Rose and I are lying low in Salvisa, but we drive to Louisville once a week for grocery shopping at the Dirty Kroger in Clifton and for bloom binging in Cave Hill Cemetery, Cherokee Park and nearby Kentucky woodlands.
Photographing spring blooms takes a bit of the edge off social isolation. I love Kentucky in April. In fact, I am willing to take on anyone who thinks they have better early spring blooms than Kentucky.
I like my grocery options, also.
The Dirty Kroger’s on lower Brownsboro Road, despite a major rehab a few years back, has persisted with this name for decades. I don’t remember the store ever being dirty, literally, but grocery shopping with cheerless shoppers now feels like a dangerous and dirty obligation.
The frontline workers, on the other hand, have been helpful and pleasant. I am grateful to all shelf stockers, floor moppers and cashiers. Ditto for the good folks at Rainbow Blossom, and Lotsa Pasta. And I have taken advantage of the Wine Rack’s curbside pickups, including their recommendation of a mighty fine Spanish Tempranillo.
As COVID-19 spread, we began ordering Kroger groceries online for curbside pickup, also.
Bloom binging, however, has continued without precaution. My people are not into death worship, but we follow blooms wherever we can find them.
I have relatives at eternal rest in beautiful Cave Hill Cemetery, but I know little about these Bushes. The family plot filled up years ago. My grandmother knew where the family skeletons were. Her best stories would have been about the misfits. We had plenty. Nanny would not have pulled punches about any of them
Grace Williams Bush told funny stories, a talent cultivated by her storyteller father, while growing up on a ranch near Gettysburg, South Dakota. Nanny smiled and laughed often—easily and without restraint. She once confessed to my father, late in life, that she was oversexed. He didn’t press her for details.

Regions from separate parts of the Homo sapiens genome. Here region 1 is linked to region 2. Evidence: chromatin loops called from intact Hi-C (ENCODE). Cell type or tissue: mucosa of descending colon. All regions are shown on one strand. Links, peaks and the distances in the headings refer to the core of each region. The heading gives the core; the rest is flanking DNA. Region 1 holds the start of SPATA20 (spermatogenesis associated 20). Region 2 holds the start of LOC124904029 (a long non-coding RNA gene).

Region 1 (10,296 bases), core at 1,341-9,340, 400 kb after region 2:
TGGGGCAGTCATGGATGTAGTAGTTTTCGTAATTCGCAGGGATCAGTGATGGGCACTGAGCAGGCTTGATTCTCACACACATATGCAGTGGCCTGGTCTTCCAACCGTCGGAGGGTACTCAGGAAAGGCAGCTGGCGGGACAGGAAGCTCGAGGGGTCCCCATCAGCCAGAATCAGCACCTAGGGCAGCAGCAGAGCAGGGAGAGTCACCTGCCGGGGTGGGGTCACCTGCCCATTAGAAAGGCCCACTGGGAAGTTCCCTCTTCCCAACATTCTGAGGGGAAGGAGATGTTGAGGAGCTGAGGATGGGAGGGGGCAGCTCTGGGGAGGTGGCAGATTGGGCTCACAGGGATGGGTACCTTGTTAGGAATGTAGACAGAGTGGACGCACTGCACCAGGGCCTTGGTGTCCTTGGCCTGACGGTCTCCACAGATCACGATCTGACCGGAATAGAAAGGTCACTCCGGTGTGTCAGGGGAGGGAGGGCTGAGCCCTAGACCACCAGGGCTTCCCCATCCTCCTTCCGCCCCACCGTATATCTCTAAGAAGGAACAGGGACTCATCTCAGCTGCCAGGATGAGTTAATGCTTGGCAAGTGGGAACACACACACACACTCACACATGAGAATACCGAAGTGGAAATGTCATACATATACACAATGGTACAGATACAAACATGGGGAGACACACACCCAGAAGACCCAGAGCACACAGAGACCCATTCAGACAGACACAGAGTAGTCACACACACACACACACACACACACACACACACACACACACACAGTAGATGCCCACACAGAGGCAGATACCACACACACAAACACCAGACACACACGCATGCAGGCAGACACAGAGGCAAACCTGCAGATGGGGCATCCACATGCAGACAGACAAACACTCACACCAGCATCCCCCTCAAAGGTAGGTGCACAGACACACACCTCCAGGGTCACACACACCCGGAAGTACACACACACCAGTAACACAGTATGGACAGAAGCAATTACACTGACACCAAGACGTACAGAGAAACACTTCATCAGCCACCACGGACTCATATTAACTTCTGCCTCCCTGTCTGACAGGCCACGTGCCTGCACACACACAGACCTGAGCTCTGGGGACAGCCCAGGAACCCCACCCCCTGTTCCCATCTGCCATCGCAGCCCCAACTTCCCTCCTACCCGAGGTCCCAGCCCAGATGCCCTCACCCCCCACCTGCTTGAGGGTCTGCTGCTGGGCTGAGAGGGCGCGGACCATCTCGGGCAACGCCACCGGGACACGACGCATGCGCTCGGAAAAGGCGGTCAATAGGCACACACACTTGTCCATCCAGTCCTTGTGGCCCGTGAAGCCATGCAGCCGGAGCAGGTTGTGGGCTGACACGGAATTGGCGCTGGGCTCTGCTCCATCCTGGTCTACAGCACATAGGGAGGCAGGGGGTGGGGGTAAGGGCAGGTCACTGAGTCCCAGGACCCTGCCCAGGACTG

I’ve been thinking of Nanny these past few weeks. She wanted nothing to do with a burial plot or headstone. There was to be no fuss upon her death. Nanny asked that her remains be cremated. Years before she died, she asked us to think of her, occasionally, when we saw a pretty cloud in the sky.
Nanny was nearly blind with cataracts in old age. Life became a blur. On Sunday visits with her after church, when I was growing up, we would all try to describe what she could not see.
I’ve dreamed of Nanny driving shotgun, around the farm, the park and the cemetery with us the past three weeks.
Rose and I brought spring beauties saucer magnolias, daffodils forsythias into clear focus for her.
I tried to trick Nanny with made-up blooms. In a field of daffodils, on the Salvisa farm, I told her we were passing a 300-foot tall tree, with hundreds of sky-blue blooms as big as dinner plates. “Nanny, the blooms smell like sweet sherry.” I knew that would get her attention.
“You’re making this up,” she said. Nanny paused and then asked politely, “May I please have a glass of sherry?”
The car filled with laughter.